In 2018, Billboard will have multiple weighted tiers of streaming plays for the Hot 100, which take into account paid subscription streams, ad-supported streams, and programmed streams. Streaming, along with all-genre radio airplay and digital songs sales data, make up the three metrics of the Hot 100’s methodology.
The Billboard 200 will now include two tiers of on-demand audio streams: paid subscription audio streams and ad-supported audio streams. The chart will continue to not incorporate video streams. The Billboard 200 ranks the most popular albums of the week based on multi-metric consumption, which includes traditional album sales, track equivalent albums, and streaming equivalent albums.
The shift to a multi-level streaming approach to Billboard’s chart methodology is a reflection of how music is now being consumed on streaming services, migrating from a pure on-demand experience to a more diverse selection of listening preferences (including playlists and radio), and the various options in which a consumer can access music based on their subscription commitment.
This shift sparked quite a bit of journalistic hand-wringing over what it would mean for the charts to start favoring paying streamers over non-paying streamers. A concern expressed was that this was Billboard (i.e. the Music Industry) was pressing down their thumb on the less affluent and giving more voice to those with money. A criticism that I personally didn’t agree with, because charts should gauge popularity but also should factor in how much money is actually being made. That idea wasn’t unreasonable when the charts were just airplay and sales, but the rise of streaming threw a wrench in that system.
Well, a couple weeks into these new changes—which you can check of the official breakdowns here
—and I may not want to say this too loudly but to quote Lil Uzi Vert: “It do not matter.” The initial shakeout on the chart shows little meaningful fluctuation of a particular genre or style on the chart.
My gut and light reporting says that this adjustment won’t be making a large wave in the charts, but the first week of changes arrived alongside Drake’s Scorpion which is dominating the Hot 100. People I spoke with over the last few weeks seem a bit unsure if this new rule would help or hurt the Canadian rapper; last week the New York Times reported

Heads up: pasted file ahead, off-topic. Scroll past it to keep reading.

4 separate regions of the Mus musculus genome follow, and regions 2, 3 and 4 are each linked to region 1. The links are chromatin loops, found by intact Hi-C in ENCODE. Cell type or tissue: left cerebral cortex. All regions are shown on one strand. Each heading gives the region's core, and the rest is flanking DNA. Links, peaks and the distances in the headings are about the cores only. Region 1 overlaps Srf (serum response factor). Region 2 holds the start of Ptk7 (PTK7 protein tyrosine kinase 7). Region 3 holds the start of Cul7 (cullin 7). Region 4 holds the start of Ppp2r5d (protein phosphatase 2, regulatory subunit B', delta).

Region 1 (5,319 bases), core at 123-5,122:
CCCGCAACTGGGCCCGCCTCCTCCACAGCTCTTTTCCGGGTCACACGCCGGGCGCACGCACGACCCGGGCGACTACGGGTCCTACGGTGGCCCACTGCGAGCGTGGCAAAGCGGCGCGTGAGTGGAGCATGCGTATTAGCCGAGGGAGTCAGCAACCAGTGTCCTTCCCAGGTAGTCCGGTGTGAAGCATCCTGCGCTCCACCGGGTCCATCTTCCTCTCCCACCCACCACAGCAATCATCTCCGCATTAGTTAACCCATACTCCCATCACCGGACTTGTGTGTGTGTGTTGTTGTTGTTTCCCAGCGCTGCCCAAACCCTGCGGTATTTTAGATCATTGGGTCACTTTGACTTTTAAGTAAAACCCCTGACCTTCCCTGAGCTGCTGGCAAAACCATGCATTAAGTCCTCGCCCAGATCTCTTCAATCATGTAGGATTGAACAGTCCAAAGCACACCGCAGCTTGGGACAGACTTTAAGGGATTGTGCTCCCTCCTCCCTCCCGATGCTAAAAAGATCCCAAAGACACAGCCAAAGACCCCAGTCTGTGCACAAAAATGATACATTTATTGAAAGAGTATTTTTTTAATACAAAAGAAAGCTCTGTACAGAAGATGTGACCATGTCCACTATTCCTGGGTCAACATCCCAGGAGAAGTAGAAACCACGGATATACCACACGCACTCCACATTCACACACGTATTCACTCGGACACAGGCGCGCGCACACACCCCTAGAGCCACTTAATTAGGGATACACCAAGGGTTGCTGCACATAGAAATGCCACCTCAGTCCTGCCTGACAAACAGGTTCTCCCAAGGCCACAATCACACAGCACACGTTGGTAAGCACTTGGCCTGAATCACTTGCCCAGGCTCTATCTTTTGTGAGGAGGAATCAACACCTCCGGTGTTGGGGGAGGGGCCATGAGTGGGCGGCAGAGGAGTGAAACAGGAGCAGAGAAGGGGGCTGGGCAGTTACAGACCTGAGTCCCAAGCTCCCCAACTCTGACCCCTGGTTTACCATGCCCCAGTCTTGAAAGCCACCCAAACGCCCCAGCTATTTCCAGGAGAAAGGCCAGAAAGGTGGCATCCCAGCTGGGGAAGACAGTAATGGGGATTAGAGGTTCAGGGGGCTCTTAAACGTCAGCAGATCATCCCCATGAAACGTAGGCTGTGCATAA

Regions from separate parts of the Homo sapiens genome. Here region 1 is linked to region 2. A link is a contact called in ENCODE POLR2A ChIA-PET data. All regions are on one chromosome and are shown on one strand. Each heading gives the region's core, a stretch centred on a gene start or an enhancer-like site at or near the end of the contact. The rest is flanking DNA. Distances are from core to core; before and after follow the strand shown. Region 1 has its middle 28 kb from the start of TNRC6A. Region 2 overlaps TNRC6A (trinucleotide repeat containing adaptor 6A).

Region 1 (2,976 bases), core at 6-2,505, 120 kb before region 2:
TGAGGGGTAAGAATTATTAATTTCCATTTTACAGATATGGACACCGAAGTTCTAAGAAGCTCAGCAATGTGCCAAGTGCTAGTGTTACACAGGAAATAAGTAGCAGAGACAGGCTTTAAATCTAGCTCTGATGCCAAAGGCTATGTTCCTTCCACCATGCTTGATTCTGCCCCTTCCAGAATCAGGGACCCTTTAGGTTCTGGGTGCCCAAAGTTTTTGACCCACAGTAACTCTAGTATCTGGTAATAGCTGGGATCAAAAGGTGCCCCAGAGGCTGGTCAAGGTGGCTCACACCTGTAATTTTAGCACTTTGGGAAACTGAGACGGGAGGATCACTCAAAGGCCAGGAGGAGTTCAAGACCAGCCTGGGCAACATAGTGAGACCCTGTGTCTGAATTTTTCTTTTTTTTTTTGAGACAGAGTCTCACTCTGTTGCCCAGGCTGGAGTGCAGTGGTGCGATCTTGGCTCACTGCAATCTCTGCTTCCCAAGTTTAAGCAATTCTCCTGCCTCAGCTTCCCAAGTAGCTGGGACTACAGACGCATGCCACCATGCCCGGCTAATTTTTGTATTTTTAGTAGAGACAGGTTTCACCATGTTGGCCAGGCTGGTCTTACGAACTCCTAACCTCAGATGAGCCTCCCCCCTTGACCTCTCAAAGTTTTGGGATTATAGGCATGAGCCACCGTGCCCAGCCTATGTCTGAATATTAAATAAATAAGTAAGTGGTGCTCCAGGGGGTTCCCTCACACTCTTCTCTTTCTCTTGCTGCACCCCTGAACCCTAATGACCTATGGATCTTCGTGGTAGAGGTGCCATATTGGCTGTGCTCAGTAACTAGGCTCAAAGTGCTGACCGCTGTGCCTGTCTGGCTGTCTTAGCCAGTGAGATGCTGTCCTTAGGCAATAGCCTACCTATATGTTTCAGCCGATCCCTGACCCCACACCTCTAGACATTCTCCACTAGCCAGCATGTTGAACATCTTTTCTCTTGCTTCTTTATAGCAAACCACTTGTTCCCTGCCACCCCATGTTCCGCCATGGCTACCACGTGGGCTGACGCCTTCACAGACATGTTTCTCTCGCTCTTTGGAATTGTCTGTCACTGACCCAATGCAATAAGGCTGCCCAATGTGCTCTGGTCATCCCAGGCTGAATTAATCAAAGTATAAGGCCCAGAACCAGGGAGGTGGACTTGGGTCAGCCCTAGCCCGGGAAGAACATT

that it aided in his success:
Since a majority of Drake’s streams came from Apple Music — which has no free tier — he was helped slightly by the new rule; “Scorpion” was credited this week with about 50,000 more sales than it would have before.
So how did decreasing the value of Spotify’s free tier and YouTube end up helping Drake his first week? I slightly touched on this question a couple weeks ago for Music Business Worldwide
, when I wrote about the quiet sidelining of album windowing:
According to industry sources, specifically in the United States and in genres like rap, a majority of plays occur on Spotify’s Premium – not its free – tier. Who would’ve thought it? People who pay for music are the ones who consume the most.
That trends even holds up across services where Apple Music consistently outperforms Spotify on major album releases with Drake’s Scorpion with 170 million streams on Apple Music compared to 132 million streams on Spotify being the latest example.
More direct to the matter, what I’ve heard and seen is that for artists like Drake his plays come in the order of: Apple Music, Spotify’s subscription, then Spotify ad-support. The obvious observation is that people who pay for music, consume more music. I don’t know all the stats for all the genres, and I’m sure catalog material must playout in its own unique way, but what I’ve seen is repeated that new release outperform with those who are paying a monthly fee. That means for the Billboard charts that the charts are in fact not ignoring an audience but simply following where the audience of music’s most dedicated fans are in 2018.